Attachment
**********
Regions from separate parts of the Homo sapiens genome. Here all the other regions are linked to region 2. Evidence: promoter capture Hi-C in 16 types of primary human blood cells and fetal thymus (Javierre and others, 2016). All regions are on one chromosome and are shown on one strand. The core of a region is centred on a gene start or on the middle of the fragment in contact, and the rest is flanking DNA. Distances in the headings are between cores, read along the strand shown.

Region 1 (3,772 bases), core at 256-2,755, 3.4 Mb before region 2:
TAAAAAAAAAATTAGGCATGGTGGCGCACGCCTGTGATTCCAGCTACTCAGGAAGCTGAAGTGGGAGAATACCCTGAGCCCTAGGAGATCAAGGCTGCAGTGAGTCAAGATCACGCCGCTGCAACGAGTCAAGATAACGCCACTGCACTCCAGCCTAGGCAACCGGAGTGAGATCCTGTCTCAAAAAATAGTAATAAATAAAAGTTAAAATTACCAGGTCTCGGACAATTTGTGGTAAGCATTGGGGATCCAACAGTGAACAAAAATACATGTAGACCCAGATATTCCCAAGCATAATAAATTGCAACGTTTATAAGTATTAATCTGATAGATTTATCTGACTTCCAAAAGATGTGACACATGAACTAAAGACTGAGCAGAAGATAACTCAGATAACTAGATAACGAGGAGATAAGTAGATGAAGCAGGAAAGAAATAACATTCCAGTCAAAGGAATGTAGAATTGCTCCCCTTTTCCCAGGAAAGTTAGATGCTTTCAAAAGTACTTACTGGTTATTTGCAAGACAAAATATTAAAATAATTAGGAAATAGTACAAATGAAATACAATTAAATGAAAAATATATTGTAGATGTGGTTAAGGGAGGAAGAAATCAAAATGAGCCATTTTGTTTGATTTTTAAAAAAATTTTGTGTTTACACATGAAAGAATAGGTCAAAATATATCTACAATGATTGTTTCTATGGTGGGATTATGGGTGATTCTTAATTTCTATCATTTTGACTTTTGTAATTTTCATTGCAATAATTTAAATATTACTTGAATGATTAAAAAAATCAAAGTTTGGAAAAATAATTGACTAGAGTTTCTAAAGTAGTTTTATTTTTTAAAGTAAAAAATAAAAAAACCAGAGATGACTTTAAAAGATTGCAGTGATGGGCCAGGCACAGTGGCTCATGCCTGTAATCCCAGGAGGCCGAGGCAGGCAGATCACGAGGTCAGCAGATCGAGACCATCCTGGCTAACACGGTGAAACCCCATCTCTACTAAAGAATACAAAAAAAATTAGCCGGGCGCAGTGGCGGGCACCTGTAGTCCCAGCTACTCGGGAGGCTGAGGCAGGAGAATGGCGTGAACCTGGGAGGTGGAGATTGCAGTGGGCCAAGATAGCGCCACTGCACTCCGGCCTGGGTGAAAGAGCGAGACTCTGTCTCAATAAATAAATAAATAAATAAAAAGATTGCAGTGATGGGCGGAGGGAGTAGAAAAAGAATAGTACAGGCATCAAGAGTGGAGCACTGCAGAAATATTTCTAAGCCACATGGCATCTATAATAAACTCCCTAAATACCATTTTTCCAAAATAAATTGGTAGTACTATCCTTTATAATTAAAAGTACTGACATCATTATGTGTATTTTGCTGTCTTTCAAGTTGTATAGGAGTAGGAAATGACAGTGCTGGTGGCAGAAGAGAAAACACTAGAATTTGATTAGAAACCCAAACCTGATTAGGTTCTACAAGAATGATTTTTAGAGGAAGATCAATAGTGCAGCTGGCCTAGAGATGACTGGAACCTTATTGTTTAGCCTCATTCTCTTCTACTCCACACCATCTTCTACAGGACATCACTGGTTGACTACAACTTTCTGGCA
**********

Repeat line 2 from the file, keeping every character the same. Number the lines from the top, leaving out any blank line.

Region 1 (3,772 bases), core at 256-2,755, 3.4 Mb before region 2: